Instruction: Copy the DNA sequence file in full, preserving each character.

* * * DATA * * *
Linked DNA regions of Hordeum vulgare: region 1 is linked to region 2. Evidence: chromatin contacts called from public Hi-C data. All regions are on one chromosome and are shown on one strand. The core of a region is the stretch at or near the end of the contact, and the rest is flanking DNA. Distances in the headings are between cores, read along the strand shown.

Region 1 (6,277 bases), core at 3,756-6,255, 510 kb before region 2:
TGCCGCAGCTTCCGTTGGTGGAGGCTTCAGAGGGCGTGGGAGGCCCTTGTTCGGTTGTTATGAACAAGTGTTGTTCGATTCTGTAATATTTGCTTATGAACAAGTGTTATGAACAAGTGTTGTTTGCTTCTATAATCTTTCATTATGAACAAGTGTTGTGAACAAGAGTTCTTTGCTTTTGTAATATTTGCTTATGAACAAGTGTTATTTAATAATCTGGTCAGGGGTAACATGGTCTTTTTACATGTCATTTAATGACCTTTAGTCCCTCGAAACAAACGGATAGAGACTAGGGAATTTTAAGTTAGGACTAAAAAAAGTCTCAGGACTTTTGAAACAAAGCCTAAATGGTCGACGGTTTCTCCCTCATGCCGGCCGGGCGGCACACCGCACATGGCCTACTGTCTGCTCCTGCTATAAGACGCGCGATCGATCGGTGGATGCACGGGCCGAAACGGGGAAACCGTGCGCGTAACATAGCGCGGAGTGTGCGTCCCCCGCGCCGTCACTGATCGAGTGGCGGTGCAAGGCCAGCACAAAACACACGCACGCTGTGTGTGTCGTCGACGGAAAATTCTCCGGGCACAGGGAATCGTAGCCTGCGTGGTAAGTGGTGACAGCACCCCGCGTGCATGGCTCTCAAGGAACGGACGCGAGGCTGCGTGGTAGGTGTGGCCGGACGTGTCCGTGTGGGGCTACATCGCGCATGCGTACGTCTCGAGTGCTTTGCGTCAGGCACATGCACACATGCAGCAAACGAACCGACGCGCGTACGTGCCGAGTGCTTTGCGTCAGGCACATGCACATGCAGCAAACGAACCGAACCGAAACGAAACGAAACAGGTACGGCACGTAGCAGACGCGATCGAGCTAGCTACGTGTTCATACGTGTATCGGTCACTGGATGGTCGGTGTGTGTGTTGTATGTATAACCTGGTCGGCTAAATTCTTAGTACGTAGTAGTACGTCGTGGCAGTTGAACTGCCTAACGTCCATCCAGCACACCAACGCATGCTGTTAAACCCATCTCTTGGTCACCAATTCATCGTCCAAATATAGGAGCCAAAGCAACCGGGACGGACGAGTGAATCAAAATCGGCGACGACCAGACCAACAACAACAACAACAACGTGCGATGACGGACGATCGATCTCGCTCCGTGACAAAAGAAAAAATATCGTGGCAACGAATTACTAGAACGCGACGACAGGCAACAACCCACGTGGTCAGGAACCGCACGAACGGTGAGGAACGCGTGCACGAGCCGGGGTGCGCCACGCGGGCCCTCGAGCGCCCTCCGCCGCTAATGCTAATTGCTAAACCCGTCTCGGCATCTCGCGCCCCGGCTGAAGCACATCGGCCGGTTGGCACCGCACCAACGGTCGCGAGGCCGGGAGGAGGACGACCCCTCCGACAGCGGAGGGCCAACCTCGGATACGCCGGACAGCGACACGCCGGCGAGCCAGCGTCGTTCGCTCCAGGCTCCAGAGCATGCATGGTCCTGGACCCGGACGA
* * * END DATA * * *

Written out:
Linked DNA regions of Hordeum vulgare: region 1 is linked to region 2. Evidence: chromatin contacts called from public Hi-C data. All regions are on one chromosome and are shown on one strand. The core of a region is the stretch at or near the end of the contact, and the rest is flanking DNA. Distances in the headings are between cores, read along the strand shown.

Region 1 (6,277 bases), core at 3,756-6,255, 510 kb before region 2:
TGCCGCAGCTTCCGTTGGTGGAGGCTTCAGAGGGCGTGGGAGGCCCTTGTTCGGTTGTTATGAACAAGTGTTGTTCGATTCTGTAATATTTGCTTATGAACAAGTGTTATGAACAAGTGTTGTTTGCTTCTATAATCTTTCATTATGAACAAGTGTTGTGAACAAGAGTTCTTTGCTTTTGTAATATTTGCTTATGAACAAGTGTTATTTAATAATCTGGTCAGGGGTAACATGGTCTTTTTACATGTCATTTAATGACCTTTAGTCCCTCGAAACAAACGGATAGAGACTAGGGAATTTTAAGTTAGGACTAAAAAAAGTCTCAGGACTTTTGAAACAAAGCCTAAATGGTCGACGGTTTCTCCCTCATGCCGGCCGGGCGGCACACCGCACATGGCCTACTGTCTGCTCCTGCTATAAGACGCGCGATCGATCGGTGGATGCACGGGCCGAAACGGGGAAACCGTGCGCGTAACATAGCGCGGAGTGTGCGTCCCCCGCGCCGTCACTGATCGAGTGGCGGTGCAAGGCCAGCACAAAACACACGCACGCTGTGTGTGTCGTCGACGGAAAATTCTCCGGGCACAGGGAATCGTAGCCTGCGTGGTAAGTGGTGACAGCACCCCGCGTGCATGGCTCTCAAGGAACGGACGCGAGGCTGCGTGGTAGGTGTGGCCGGACGTGTCCGTGTGGGGCTACATCGCGCATGCGTACGTCTCGAGTGCTTTGCGTCAGGCACATGCACACATGCAGCAAACGAACCGACGCGCGTACGTGCCGAGTGCTTTGCGTCAGGCACATGCACATGCAGCAAACGAACCGAACCGAAACGAAACGAAACAGGTACGGCACGTAGCAGACGCGATCGAGCTAGCTACGTGTTCATACGTGTATCGGTCACTGGATGGTCGGTGTGTGTGTTGTATGTATAACCTGGTCGGCTAAATTCTTAGTACGTAGTAGTACGTCGTGGCAGTTGAACTGCCTAACGTCCATCCAGCACACCAACGCATGCTGTTAAACCCATCTCTTGGTCACCAATTCATCGTCCAAATATAGGAGCCAAAGCAACCGGGACGGACGAGTGAATCAAAATCGGCGACGACCAGACCAACAACAACAACAACAACGTGCGATGACGGACGATCGATCTCGCTCCGTGACAAAAGAAAAAATATCGTGGCAACGAATTACTAGAACGCGACGACAGGCAACAACCCACGTGGTCAGGAACCGCACGAACGGTGAGGAACGCGTGCACGAGCCGGGGTGCGCCACGCGGGCCCTCGAGCGCCCTCCGCCGCTAATGCTAATTGCTAAACCCGTCTCGGCATCTCGCGCCCCGGCTGAAGCACATCGGCCGGTTGGCACCGCACCAACGGTCGCGAGGCCGGGAGGAGGACGACCCCTCCGACAGCGGAGGGCCAACCTCGGATACGCCGGACAGCGACACGCCGGCGAGCCAGCGTCGTTCGCTCCAGGCTCCAGAGCATGCATGGTCCTGGACCCGGACGA